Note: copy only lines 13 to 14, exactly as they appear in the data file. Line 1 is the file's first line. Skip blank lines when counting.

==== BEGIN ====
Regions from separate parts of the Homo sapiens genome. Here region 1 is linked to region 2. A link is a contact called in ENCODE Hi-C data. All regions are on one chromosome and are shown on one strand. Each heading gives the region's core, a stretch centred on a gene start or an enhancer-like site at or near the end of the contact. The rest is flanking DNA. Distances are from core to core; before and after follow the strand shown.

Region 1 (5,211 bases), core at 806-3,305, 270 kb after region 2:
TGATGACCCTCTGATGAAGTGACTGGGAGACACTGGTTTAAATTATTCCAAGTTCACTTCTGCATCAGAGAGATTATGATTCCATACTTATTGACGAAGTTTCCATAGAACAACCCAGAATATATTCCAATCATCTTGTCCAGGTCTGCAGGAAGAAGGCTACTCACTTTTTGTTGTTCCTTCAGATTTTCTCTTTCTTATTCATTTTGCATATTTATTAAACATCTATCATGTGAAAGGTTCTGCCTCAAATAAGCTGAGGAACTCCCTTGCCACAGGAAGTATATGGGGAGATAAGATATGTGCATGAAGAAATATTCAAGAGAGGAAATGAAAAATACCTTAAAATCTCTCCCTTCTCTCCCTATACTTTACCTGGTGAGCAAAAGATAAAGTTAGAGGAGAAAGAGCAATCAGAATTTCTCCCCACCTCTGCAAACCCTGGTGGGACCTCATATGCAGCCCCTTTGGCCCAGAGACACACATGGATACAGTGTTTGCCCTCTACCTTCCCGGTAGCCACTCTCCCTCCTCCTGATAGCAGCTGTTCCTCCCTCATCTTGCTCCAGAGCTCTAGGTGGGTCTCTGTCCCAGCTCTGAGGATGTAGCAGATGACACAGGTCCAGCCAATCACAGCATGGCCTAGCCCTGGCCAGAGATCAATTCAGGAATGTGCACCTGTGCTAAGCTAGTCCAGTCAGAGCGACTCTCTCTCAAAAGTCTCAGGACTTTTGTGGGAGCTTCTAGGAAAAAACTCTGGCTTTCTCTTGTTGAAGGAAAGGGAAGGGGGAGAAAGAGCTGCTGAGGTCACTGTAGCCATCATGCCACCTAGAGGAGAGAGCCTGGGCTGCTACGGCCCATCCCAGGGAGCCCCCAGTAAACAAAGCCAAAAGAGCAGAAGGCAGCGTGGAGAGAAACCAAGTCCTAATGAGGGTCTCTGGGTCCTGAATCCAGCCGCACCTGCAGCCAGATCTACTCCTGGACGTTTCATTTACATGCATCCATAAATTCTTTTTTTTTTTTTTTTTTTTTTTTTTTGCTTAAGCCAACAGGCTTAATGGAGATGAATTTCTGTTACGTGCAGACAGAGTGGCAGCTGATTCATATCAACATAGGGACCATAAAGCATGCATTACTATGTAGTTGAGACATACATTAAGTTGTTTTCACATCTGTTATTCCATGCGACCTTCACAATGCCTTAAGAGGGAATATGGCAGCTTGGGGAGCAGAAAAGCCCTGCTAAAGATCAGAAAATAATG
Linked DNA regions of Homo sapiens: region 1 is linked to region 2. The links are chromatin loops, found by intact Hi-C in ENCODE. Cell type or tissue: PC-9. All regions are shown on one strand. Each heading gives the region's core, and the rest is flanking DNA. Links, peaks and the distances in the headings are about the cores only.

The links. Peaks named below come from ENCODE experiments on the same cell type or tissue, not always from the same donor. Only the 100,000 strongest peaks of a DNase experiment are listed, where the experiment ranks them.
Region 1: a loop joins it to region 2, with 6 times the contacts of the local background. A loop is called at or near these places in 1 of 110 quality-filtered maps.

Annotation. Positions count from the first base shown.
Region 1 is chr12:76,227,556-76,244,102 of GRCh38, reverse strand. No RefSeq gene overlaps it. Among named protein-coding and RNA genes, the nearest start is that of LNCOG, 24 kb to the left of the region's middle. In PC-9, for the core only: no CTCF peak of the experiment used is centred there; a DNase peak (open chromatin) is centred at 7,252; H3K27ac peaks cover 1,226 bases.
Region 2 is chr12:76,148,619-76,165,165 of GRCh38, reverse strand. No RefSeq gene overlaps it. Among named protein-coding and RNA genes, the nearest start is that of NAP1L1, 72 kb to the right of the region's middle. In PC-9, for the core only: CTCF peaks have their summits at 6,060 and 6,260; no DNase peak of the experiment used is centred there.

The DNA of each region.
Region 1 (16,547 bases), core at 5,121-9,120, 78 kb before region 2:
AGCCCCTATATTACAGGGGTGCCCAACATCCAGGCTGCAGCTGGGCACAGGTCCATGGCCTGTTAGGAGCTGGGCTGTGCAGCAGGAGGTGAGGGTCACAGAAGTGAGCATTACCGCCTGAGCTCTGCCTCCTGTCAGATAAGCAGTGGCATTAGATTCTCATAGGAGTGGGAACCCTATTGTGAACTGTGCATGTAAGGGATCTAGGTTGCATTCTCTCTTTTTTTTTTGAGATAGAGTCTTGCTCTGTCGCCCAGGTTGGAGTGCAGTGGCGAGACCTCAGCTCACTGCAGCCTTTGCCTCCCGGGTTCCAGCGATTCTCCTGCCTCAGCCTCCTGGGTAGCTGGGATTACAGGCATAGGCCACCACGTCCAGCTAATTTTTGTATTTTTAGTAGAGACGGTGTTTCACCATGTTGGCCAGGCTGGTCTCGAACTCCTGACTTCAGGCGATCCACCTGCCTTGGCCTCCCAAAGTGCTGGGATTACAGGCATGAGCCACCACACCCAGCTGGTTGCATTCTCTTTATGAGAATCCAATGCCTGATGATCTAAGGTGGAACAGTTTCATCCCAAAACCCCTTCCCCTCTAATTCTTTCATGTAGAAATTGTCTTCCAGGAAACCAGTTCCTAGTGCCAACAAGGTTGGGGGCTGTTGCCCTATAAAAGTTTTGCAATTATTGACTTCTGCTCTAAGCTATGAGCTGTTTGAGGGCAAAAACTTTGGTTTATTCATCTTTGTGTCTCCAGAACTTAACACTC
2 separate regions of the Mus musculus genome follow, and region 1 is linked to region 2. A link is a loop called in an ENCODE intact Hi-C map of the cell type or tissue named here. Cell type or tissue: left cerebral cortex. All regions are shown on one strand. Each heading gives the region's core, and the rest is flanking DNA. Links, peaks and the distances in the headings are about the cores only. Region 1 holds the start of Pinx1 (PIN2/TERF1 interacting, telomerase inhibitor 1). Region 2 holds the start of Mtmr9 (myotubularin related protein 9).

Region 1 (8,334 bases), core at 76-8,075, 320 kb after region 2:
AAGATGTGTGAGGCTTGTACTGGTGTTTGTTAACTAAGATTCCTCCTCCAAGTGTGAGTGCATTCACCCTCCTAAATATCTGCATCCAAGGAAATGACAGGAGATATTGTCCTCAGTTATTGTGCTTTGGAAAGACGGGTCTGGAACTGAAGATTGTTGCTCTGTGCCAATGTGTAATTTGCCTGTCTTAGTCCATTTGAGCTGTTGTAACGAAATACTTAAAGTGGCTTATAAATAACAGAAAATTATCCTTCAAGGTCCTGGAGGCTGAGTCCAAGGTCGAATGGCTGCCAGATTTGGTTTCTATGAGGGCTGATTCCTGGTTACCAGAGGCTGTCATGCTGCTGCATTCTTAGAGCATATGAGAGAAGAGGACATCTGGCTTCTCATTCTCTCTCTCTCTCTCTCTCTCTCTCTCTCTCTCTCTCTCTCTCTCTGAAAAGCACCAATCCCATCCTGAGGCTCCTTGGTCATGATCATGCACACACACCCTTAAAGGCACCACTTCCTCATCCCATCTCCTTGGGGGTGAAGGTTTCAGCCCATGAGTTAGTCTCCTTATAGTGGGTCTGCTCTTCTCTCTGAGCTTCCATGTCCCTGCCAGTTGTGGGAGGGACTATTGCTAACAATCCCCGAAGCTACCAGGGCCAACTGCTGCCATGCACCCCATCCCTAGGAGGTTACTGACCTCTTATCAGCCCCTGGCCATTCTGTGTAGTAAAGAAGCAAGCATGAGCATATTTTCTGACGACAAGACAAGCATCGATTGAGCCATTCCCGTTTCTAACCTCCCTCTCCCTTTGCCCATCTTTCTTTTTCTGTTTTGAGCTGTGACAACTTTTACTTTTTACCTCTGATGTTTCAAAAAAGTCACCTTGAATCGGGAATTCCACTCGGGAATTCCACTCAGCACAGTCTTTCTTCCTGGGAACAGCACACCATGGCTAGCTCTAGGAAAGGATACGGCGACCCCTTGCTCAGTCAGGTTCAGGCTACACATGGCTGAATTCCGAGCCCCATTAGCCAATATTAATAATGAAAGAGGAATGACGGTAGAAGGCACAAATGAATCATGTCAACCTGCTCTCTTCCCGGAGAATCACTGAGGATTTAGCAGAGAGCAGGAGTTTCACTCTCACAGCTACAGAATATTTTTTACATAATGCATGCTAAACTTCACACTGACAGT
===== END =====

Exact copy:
2 separate regions of the Mus musculus genome follow, and region 1 is linked to region 2. A link is a loop called in an ENCODE intact Hi-C map of the cell type or tissue named here. Cell type or tissue: left cerebral cortex. All regions are shown on one strand. Each heading gives the region's core, and the rest is flanking DNA. Links, peaks and the distances in the headings are about the cores only. Region 1 holds the start of Pinx1 (PIN2/TERF1 interacting, telomerase inhibitor 1). Region 2 holds the start of Mtmr9 (myotubularin related protein 9).

Region 1 (8,334 bases), core at 76-8,075, 320 kb after region 2: